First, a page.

Building of the Day: 270 Union Avenue

Photo: NYC tax photo, early 1980


(Photo: Scott Bintner for Property Shark, 2006)
Brooklyn, one building at a time.

Name: Former Colored School Number 3
Address: 270 Union Avenue
Cross Streets: Stagg and Scholes Streets
Neighborhood: Williamsburg
Year Built: 1879-1881
Architectural Style: Rundbogenstil Romanesque Revival
Architect: Samuel B. Leonard
Other buildings by architect: PS 9, Prospect Hts, PS 65 and PS 39. He designed 40 schools for the Brooklyn School system in total.
Landmarked: Yes, Individual landmark, 1998

The story: This is the last of Brooklyn’s Colored School buildings, a bricks and mortar reminder of segregated public education in the city. Brooklyn and later, greater New York City, has a very interesting history in this regard, and this small, but elegant little building played a part in that story.

Brooklyn’s free black communities tried as far back as 1815 to establish schools for ex-slaves and freemen alike. In 1816, the city of Brooklyn established its Common School System, and black students were taught in the same buildings as white students, but in separate rooms. By 1827, these spaces were taken away from them, prompting Henry P. Thompson, Brooklyn’s first black businessman, and Abraham Brown to open the first African Free School. Ten years later, another Free School was opened in Carrsville, next door to Weeksville, and that school was absorbed into the Brooklyn public school system in 1841.

In 1845, the state legislature established that cities and municipalities had to create a “separate but equal” school system for black children. In Brooklyn, the Board of Education absorbed all of the African Free Schools, calling them “Colored Schools”, and provided funds to build two new schools, called Colored Schools, Numbers 1 and 2, and later, this one, Colored School # 3. Very long story short, by 1898, when greater NYC was created, laws were passed to end segregated schools, although it would take many years before that happened in actuality.

Colored School #3 was born of the African Free School of Williamsburgh, established in 1841. By 1868, the school, which had been taken over by the Williamsburgh District School system in 1844, had grown so much that they moved three times into larger facilities, settling at last in this location. Samuel B. Leonard was the Superintendent of School Buildings at this time, and in 1868, he declared that the old building was too decrepit to continue to be used. The Board of Ed ignored his request, he brought it up again in 1877, with community support, and at last, in 1879, he was granted funds to build the school.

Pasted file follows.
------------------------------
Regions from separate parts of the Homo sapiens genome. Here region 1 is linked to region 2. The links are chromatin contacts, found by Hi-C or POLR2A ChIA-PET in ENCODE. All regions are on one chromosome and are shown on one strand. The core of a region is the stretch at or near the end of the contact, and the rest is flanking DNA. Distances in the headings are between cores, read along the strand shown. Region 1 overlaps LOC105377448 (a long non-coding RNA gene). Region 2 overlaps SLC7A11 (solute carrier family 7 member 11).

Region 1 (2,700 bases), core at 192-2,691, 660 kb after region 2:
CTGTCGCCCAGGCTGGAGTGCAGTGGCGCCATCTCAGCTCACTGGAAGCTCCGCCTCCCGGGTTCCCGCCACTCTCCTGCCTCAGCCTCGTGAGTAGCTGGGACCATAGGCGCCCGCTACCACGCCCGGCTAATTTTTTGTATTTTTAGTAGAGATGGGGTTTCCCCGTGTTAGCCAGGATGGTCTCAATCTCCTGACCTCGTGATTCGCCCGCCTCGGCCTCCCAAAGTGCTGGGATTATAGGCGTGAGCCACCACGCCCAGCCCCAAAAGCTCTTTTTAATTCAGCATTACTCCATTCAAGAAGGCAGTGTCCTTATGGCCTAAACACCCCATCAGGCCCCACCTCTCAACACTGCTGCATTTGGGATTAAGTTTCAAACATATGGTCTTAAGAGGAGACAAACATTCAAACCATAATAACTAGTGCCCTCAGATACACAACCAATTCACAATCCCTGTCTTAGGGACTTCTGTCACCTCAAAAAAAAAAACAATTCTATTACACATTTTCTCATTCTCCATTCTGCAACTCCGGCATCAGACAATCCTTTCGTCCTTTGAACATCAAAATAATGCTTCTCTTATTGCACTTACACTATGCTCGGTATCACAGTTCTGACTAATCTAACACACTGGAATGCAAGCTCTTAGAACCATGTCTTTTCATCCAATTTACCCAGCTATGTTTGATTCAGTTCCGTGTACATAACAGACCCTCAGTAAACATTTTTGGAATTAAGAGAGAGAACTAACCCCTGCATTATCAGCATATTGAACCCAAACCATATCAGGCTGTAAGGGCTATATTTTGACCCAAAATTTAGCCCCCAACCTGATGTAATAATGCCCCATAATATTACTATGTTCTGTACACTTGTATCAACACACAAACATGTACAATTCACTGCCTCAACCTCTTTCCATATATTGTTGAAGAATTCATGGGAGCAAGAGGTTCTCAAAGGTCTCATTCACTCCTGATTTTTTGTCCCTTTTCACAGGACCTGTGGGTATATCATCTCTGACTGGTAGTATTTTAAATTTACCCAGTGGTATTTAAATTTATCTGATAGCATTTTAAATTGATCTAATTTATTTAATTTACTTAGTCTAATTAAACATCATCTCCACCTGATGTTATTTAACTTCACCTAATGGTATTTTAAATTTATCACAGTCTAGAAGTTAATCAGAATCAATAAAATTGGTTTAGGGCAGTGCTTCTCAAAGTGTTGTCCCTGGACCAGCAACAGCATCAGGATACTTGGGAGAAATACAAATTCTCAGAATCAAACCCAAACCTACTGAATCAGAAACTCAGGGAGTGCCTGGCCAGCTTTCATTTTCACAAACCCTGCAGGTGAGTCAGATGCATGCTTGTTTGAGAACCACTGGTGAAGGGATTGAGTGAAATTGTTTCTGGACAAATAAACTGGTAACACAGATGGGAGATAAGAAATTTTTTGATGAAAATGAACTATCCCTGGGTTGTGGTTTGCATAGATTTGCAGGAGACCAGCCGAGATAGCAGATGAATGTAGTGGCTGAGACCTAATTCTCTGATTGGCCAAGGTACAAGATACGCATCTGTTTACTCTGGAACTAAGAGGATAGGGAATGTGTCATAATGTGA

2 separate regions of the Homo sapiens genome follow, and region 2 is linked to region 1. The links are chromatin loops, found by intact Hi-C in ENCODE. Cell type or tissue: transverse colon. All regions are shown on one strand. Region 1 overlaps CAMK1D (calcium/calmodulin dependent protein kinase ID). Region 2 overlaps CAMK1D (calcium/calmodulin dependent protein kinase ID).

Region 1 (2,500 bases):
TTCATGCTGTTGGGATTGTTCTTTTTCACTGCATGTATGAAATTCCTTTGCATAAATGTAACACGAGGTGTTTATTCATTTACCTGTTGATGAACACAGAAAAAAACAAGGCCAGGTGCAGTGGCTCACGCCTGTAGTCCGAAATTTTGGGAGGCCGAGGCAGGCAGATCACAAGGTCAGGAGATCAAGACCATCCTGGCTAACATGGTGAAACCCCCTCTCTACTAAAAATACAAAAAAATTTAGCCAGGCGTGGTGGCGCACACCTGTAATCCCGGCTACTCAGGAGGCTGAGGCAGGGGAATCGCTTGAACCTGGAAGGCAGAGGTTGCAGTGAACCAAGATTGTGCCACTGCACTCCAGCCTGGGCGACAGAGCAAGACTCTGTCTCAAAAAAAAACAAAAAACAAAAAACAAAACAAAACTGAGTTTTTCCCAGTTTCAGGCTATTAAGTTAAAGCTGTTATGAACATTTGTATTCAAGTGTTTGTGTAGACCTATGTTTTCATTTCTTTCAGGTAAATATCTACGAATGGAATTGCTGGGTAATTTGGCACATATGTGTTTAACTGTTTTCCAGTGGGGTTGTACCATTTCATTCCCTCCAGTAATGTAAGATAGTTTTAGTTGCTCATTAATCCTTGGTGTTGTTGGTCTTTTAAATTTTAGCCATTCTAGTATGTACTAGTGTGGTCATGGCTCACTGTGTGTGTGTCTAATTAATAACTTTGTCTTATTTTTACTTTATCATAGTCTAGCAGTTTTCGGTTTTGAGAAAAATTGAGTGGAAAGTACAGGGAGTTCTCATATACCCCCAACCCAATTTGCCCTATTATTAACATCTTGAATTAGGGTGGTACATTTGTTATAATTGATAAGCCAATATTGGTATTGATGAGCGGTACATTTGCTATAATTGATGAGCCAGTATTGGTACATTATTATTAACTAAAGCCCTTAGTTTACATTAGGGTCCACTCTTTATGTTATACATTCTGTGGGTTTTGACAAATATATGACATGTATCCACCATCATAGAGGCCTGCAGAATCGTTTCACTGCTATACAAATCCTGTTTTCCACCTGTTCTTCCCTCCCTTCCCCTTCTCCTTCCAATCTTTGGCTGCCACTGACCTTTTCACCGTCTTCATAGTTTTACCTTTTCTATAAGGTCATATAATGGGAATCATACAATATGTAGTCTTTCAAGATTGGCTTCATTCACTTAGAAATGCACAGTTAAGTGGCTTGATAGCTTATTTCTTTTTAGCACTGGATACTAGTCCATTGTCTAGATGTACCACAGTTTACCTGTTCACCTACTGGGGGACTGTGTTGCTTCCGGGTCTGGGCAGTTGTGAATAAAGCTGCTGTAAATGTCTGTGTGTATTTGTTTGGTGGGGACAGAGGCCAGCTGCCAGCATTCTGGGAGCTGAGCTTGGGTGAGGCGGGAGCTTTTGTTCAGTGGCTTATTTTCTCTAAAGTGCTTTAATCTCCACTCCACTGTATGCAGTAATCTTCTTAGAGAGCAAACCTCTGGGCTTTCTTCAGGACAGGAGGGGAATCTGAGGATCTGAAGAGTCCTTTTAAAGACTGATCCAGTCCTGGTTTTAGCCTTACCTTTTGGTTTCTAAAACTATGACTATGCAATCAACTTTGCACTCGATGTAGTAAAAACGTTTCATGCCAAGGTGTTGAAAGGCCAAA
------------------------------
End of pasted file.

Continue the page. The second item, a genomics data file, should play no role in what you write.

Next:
He liked the Rundbogenstil German form of Romanesque Revival architecture popular in the neighborhood, and built this handsome little brick school. In many ways it resembles the Rundbogenstil l style office building of the Ulmer Brewery, designed by Theobald Engelhardt, who designed most of the buildings Leonard was seeing in Williamsburg at the time. The classic closed arched brickwork design is a Rundbogenstil signature. The school had four classrooms and seated around 220 students. Many important African-American educators were teachers and administrators at the school over the years.

Colored School #3 became PS 69 when the school system reorganized, but it remained effectively segregated until it became an annex of nearby PS 18. In 1924, it became an independent school, PS 191, but in 1934, the school system closed the school and gave the building to the Public Works Commission, which used the building during the Depression for WPA projects. After the Great Depression, the building was given to the Sanitation Department.

Like most city-owned buildings that are no longer in use, the building was closed up, abandoned, and left to crumble at will. Fortunately, in 1983, the building was purchased by James O. Clark and his wife, Linda. They were both artists looking for space to live and created their art. When they purchased the building, the windows were broken, and paint was peeling from the brick, but it was perfect for their needs. They transformed the interior into studio and living space, and live there still. Today, it’s a wonderfully restored piece of Brooklyn with an important past and a viable future. GMAP

Photo: NYC tax photo, early 1980

Photo: nyc-architecture.com

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